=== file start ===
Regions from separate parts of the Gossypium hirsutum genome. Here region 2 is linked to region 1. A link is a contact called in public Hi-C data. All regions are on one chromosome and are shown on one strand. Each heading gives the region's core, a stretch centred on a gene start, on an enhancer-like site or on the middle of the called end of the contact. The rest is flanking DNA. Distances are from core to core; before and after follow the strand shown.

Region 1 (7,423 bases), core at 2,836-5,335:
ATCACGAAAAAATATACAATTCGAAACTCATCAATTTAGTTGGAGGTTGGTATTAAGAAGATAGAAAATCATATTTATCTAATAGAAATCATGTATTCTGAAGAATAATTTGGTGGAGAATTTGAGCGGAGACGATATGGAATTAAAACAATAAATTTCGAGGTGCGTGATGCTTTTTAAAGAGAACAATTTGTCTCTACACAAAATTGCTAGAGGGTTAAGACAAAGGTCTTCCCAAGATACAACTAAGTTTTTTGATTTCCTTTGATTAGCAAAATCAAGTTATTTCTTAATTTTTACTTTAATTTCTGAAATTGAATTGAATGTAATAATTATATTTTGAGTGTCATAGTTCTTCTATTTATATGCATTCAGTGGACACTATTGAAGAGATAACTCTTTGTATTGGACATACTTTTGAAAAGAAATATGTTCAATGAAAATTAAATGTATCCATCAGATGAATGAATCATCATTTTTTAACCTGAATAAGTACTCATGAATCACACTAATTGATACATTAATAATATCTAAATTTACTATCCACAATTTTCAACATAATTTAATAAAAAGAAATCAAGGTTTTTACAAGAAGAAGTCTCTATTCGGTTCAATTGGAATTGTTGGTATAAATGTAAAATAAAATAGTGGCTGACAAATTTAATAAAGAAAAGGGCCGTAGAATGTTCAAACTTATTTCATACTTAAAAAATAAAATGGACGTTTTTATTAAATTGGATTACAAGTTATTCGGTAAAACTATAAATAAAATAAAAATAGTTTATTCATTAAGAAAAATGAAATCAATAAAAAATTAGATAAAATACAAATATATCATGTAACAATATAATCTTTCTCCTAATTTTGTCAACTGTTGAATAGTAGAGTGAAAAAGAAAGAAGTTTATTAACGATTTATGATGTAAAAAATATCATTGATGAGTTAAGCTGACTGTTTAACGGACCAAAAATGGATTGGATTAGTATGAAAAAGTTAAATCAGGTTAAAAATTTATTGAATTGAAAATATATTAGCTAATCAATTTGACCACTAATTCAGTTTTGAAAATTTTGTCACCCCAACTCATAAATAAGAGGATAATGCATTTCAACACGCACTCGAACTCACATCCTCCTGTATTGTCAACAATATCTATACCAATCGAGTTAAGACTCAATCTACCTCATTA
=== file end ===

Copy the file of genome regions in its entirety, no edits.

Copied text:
Regions from separate parts of the Gossypium hirsutum genome. Here region 2 is linked to region 1. A link is a contact called in public Hi-C data. All regions are on one chromosome and are shown on one strand. Each heading gives the region's core, a stretch centred on a gene start, on an enhancer-like site or on the middle of the called end of the contact. The rest is flanking DNA. Distances are from core to core; before and after follow the strand shown.

Region 1 (7,423 bases), core at 2,836-5,335:
ATCACGAAAAAATATACAATTCGAAACTCATCAATTTAGTTGGAGGTTGGTATTAAGAAGATAGAAAATCATATTTATCTAATAGAAATCATGTATTCTGAAGAATAATTTGGTGGAGAATTTGAGCGGAGACGATATGGAATTAAAACAATAAATTTCGAGGTGCGTGATGCTTTTTAAAGAGAACAATTTGTCTCTACACAAAATTGCTAGAGGGTTAAGACAAAGGTCTTCCCAAGATACAACTAAGTTTTTTGATTTCCTTTGATTAGCAAAATCAAGTTATTTCTTAATTTTTACTTTAATTTCTGAAATTGAATTGAATGTAATAATTATATTTTGAGTGTCATAGTTCTTCTATTTATATGCATTCAGTGGACACTATTGAAGAGATAACTCTTTGTATTGGACATACTTTTGAAAAGAAATATGTTCAATGAAAATTAAATGTATCCATCAGATGAATGAATCATCATTTTTTAACCTGAATAAGTACTCATGAATCACACTAATTGATACATTAATAATATCTAAATTTACTATCCACAATTTTCAACATAATTTAATAAAAAGAAATCAAGGTTTTTACAAGAAGAAGTCTCTATTCGGTTCAATTGGAATTGTTGGTATAAATGTAAAATAAAATAGTGGCTGACAAATTTAATAAAGAAAAGGGCCGTAGAATGTTCAAACTTATTTCATACTTAAAAAATAAAATGGACGTTTTTATTAAATTGGATTACAAGTTATTCGGTAAAACTATAAATAAAATAAAAATAGTTTATTCATTAAGAAAAATGAAATCAATAAAAAATTAGATAAAATACAAATATATCATGTAACAATATAATCTTTCTCCTAATTTTGTCAACTGTTGAATAGTAGAGTGAAAAAGAAAGAAGTTTATTAACGATTTATGATGTAAAAAATATCATTGATGAGTTAAGCTGACTGTTTAACGGACCAAAAATGGATTGGATTAGTATGAAAAAGTTAAATCAGGTTAAAAATTTATTGAATTGAAAATATATTAGCTAATCAATTTGACCACTAATTCAGTTTTGAAAATTTTGTCACCCCAACTCATAAATAAGAGGATAATGCATTTCAACACGCACTCGAACTCACATCCTCCTGTATTGTCAACAATATCTATACCAATCGAGTTAAGACTCAATCTACCTCATTA